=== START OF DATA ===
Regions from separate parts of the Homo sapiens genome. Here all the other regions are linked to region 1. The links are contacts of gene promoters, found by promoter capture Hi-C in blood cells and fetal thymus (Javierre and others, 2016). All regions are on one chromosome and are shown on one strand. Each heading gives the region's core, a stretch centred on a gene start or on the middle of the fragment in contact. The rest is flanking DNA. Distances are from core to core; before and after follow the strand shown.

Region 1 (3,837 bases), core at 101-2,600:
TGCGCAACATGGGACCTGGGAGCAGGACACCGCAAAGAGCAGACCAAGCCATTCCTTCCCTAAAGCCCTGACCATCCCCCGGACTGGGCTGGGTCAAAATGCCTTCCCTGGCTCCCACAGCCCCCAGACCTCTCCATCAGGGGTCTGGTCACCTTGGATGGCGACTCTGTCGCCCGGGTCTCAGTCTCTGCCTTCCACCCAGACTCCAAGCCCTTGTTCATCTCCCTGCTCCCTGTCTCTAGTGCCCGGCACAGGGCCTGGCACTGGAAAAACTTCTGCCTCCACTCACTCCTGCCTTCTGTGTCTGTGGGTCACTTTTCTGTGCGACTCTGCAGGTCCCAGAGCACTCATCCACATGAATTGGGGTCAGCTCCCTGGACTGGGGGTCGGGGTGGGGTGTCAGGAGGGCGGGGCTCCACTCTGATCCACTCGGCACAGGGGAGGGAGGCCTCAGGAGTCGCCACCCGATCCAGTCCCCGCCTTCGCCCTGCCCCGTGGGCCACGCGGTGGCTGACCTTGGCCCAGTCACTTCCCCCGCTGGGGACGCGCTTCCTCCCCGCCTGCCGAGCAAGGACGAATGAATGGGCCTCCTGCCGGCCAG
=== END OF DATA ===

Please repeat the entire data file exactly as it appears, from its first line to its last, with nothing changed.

Regions from separate parts of the Homo sapiens genome. Here all the other regions are linked to region 1. The links are contacts of gene promoters, found by promoter capture Hi-C in blood cells and fetal thymus (Javierre and others, 2016). All regions are on one chromosome and are shown on one strand. Each heading gives the region's core, a stretch centred on a gene start or on the middle of the fragment in contact. The rest is flanking DNA. Distances are from core to core; before and after follow the strand shown.

Region 1 (3,837 bases), core at 101-2,600:
TGCGCAACATGGGACCTGGGAGCAGGACACCGCAAAGAGCAGACCAAGCCATTCCTTCCCTAAAGCCCTGACCATCCCCCGGACTGGGCTGGGTCAAAATGCCTTCCCTGGCTCCCACAGCCCCCAGACCTCTCCATCAGGGGTCTGGTCACCTTGGATGGCGACTCTGTCGCCCGGGTCTCAGTCTCTGCCTTCCACCCAGACTCCAAGCCCTTGTTCATCTCCCTGCTCCCTGTCTCTAGTGCCCGGCACAGGGCCTGGCACTGGAAAAACTTCTGCCTCCACTCACTCCTGCCTTCTGTGTCTGTGGGTCACTTTTCTGTGCGACTCTGCAGGTCCCAGAGCACTCATCCACATGAATTGGGGTCAGCTCCCTGGACTGGGGGTCGGGGTGGGGTGTCAGGAGGGCGGGGCTCCACTCTGATCCACTCGGCACAGGGGAGGGAGGCCTCAGGAGTCGCCACCCGATCCAGTCCCCGCCTTCGCCCTGCCCCGTGGGCCACGCGGTGGCTGACCTTGGCCCAGTCACTTCCCCCGCTGGGGACGCGCTTCCTCCCCGCCTGCCGAGCAAGGACGAATGAATGGGCCTCCTGCCGGCCAG